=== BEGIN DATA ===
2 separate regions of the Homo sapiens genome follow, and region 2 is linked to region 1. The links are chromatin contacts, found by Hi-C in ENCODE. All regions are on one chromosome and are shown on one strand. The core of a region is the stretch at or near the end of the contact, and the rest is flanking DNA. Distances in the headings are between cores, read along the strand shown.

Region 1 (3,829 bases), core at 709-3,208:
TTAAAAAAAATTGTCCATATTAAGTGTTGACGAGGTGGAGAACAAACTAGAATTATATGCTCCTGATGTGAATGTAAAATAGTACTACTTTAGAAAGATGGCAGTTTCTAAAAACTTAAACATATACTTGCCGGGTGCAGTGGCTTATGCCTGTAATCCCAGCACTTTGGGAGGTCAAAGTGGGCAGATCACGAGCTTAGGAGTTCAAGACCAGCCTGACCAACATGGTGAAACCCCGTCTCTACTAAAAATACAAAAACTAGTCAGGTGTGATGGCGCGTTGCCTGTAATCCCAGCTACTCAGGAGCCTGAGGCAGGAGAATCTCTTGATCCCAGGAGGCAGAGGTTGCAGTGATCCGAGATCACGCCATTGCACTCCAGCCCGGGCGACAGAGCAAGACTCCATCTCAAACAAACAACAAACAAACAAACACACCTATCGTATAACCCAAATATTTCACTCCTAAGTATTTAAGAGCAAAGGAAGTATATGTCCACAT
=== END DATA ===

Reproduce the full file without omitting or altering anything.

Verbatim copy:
2 separate regions of the Homo sapiens genome follow, and region 2 is linked to region 1. The links are chromatin contacts, found by Hi-C in ENCODE. All regions are on one chromosome and are shown on one strand. The core of a region is the stretch at or near the end of the contact, and the rest is flanking DNA. Distances in the headings are between cores, read along the strand shown.

Region 1 (3,829 bases), core at 709-3,208:
TTAAAAAAAATTGTCCATATTAAGTGTTGACGAGGTGGAGAACAAACTAGAATTATATGCTCCTGATGTGAATGTAAAATAGTACTACTTTAGAAAGATGGCAGTTTCTAAAAACTTAAACATATACTTGCCGGGTGCAGTGGCTTATGCCTGTAATCCCAGCACTTTGGGAGGTCAAAGTGGGCAGATCACGAGCTTAGGAGTTCAAGACCAGCCTGACCAACATGGTGAAACCCCGTCTCTACTAAAAATACAAAAACTAGTCAGGTGTGATGGCGCGTTGCCTGTAATCCCAGCTACTCAGGAGCCTGAGGCAGGAGAATCTCTTGATCCCAGGAGGCAGAGGTTGCAGTGATCCGAGATCACGCCATTGCACTCCAGCCCGGGCGACAGAGCAAGACTCCATCTCAAACAAACAACAAACAAACAAACACACCTATCGTATAACCCAAATATTTCACTCCTAAGTATTTAAGAGCAAAGGAAGTATATGTCCACAT